In food animal agriculture, there is a need to identify the mechanisms that can improve the efficiency of muscle growth and protein accretion. Callipyge sheep provide excellent machinery since the up-regulation of DLK1 and RTL1 results in extreme postnatal muscle hypertrophy in distinct muscles. The aim of this study is to distinguish the genes that directly respond to DLK1 and RTL1 signaling from the genes that change as the result of muscle specific effects.
The quantitative PCR results indicated that DLK1 expression was significantly increased in hypertrophied muscles but not in non-hypertrophied muscles. However, RTL1 was up-regulated in both hypertrophied and non-hypertrophied muscles. Five genes, including PARK7, DNTTIP1, SLC22A3, METTL21E and PDE4D, were consistently co-expressed with DLK1, and therefore were possible transcriptional target genes responding to DLK1 signaling. Treatment of myoblast and myotubes with DLK1 protein induced an average of 1.6-fold and 1.4-fold increase in Dnttip1 and Pde4d expression respectively. Myh4 expression was significantly elevated in DLK1-treated myotubes, whereas the expression of Mettl21e was significantly increased in the DLK1-treated myoblasts but reduced in DLK1-treated myotubes. DLK1 treatment had no impact on Park7 expression. In addition, Park7 and Dnttip1 increased Myh4 and decreased Myh7 promoter activity, resemble to the effects of Dlk1. In contrast, expression of Mettl21e increased Myh7 and decreased Myh4 luciferase activity.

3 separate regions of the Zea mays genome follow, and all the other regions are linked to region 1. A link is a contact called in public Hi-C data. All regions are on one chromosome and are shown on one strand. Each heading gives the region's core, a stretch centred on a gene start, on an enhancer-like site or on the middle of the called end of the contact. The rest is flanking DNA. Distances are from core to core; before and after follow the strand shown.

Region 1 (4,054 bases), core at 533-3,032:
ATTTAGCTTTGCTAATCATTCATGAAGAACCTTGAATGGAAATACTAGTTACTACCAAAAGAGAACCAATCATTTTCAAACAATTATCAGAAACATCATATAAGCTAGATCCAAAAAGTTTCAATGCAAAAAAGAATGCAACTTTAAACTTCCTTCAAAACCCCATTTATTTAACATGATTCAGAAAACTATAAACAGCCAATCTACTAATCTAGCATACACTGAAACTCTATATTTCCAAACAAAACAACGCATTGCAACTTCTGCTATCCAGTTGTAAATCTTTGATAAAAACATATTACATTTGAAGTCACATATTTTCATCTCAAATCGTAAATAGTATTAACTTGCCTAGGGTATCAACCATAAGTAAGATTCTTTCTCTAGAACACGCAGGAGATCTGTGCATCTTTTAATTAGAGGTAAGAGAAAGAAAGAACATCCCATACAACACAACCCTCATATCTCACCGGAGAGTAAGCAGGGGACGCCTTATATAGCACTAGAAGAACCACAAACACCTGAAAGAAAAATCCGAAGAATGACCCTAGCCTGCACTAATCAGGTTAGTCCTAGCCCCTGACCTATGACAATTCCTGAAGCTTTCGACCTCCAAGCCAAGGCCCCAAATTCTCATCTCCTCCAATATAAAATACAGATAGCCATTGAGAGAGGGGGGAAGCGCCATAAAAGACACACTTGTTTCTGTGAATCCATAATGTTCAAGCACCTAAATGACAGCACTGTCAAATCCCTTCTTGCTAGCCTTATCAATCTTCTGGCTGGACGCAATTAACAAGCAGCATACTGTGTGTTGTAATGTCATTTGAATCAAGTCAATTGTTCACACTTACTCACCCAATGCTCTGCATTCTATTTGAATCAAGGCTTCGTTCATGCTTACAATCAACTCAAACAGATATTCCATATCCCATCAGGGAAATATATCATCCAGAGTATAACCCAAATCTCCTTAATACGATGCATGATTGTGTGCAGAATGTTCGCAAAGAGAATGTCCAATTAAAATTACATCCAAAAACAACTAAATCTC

The study provided additional supports that RTL1 alone was insufficient to induce muscle hypertrophy and concluded that DLK1 was likely the primary effector of the hypertrophy phenotype. The results also suggested that DNTTIP1 and PDE4D were secondary effector genes responding to DLK1 signaling resulting in muscle fiber switch and muscular hypertrophy in callipyge lamb.
Yu, Hui; Waddell, Jolena N.; Kuang, Shihuan; Tellam, Ross L.; Cockett, Noelle E.; and Bidwell, Christopher A., "Identification of Genes Directly Responding to DLK1 Signaling in Callipyge Sheep" (2018). Animal, Dairy, and Veterinary Science Faculty Publications. Paper 1317.